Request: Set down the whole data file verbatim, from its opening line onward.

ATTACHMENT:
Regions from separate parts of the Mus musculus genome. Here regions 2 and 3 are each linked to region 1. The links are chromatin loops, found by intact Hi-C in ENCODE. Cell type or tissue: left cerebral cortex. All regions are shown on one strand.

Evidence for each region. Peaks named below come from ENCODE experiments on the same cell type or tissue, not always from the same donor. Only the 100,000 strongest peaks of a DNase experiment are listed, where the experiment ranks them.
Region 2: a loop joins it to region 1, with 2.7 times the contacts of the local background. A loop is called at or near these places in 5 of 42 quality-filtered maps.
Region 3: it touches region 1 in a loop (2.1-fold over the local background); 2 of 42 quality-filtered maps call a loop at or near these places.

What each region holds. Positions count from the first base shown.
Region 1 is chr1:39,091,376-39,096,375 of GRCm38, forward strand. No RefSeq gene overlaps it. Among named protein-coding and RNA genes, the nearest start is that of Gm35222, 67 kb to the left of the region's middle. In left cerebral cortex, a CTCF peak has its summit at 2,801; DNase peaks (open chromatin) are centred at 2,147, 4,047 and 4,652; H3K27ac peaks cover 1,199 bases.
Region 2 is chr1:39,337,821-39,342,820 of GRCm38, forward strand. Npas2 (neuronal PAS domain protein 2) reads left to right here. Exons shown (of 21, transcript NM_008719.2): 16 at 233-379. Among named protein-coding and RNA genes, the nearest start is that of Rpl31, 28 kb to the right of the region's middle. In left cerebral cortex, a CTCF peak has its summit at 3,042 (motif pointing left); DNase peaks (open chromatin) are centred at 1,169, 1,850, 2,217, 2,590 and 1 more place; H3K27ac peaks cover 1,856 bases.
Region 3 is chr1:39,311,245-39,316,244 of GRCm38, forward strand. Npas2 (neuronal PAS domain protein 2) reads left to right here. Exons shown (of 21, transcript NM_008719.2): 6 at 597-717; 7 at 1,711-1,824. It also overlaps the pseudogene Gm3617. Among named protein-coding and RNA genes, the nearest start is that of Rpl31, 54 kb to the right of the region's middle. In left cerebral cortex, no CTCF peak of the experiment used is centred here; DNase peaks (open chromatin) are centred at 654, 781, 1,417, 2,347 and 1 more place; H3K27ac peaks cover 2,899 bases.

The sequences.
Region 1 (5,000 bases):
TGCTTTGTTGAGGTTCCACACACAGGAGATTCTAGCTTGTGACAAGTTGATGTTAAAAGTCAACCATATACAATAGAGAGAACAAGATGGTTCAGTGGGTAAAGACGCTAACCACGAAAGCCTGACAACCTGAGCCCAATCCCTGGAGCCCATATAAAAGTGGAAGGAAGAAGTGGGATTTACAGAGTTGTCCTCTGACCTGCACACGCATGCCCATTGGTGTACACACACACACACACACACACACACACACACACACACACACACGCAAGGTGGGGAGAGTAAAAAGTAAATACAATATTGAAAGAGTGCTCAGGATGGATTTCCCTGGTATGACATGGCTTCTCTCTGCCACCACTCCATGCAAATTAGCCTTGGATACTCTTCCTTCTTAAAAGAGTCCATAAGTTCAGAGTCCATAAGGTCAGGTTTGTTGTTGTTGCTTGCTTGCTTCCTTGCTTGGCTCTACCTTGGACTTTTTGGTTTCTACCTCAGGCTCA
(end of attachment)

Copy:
Regions from separate parts of the Mus musculus genome. Here regions 2 and 3 are each linked to region 1. The links are chromatin loops, found by intact Hi-C in ENCODE. Cell type or tissue: left cerebral cortex. All regions are shown on one strand.

Evidence for each region. Peaks named below come from ENCODE experiments on the same cell type or tissue, not always from the same donor. Only the 100,000 strongest peaks of a DNase experiment are listed, where the experiment ranks them.
Region 2: a loop joins it to region 1, with 2.7 times the contacts of the local background. A loop is called at or near these places in 5 of 42 quality-filtered maps.
Region 3: it touches region 1 in a loop (2.1-fold over the local background); 2 of 42 quality-filtered maps call a loop at or near these places.

What each region holds. Positions count from the first base shown.
Region 1 is chr1:39,091,376-39,096,375 of GRCm38, forward strand. No RefSeq gene overlaps it. Among named protein-coding and RNA genes, the nearest start is that of Gm35222, 67 kb to the left of the region's middle. In left cerebral cortex, a CTCF peak has its summit at 2,801; DNase peaks (open chromatin) are centred at 2,147, 4,047 and 4,652; H3K27ac peaks cover 1,199 bases.
Region 2 is chr1:39,337,821-39,342,820 of GRCm38, forward strand. Npas2 (neuronal PAS domain protein 2) reads left to right here. Exons shown (of 21, transcript NM_008719.2): 16 at 233-379. Among named protein-coding and RNA genes, the nearest start is that of Rpl31, 28 kb to the right of the region's middle. In left cerebral cortex, a CTCF peak has its summit at 3,042 (motif pointing left); DNase peaks (open chromatin) are centred at 1,169, 1,850, 2,217, 2,590 and 1 more place; H3K27ac peaks cover 1,856 bases.
Region 3 is chr1:39,311,245-39,316,244 of GRCm38, forward strand. Npas2 (neuronal PAS domain protein 2) reads left to right here. Exons shown (of 21, transcript NM_008719.2): 6 at 597-717; 7 at 1,711-1,824. It also overlaps the pseudogene Gm3617. Among named protein-coding and RNA genes, the nearest start is that of Rpl31, 54 kb to the right of the region's middle. In left cerebral cortex, no CTCF peak of the experiment used is centred here; DNase peaks (open chromatin) are centred at 654, 781, 1,417, 2,347 and 1 more place; H3K27ac peaks cover 2,899 bases.

The sequences.
Region 1 (5,000 bases):
TGCTTTGTTGAGGTTCCACACACAGGAGATTCTAGCTTGTGACAAGTTGATGTTAAAAGTCAACCATATACAATAGAGAGAACAAGATGGTTCAGTGGGTAAAGACGCTAACCACGAAAGCCTGACAACCTGAGCCCAATCCCTGGAGCCCATATAAAAGTGGAAGGAAGAAGTGGGATTTACAGAGTTGTCCTCTGACCTGCACACGCATGCCCATTGGTGTACACACACACACACACACACACACACACACACACACACACACACGCAAGGTGGGGAGAGTAAAAAGTAAATACAATATTGAAAGAGTGCTCAGGATGGATTTCCCTGGTATGACATGGCTTCTCTCTGCCACCACTCCATGCAAATTAGCCTTGGATACTCTTCCTTCTTAAAAGAGTCCATAAGTTCAGAGTCCATAAGGTCAGGTTTGTTGTTGTTGCTTGCTTGCTTCCTTGCTTGGCTCTACCTTGGACTTTTTGGTTTCTACCTCAGGCTCA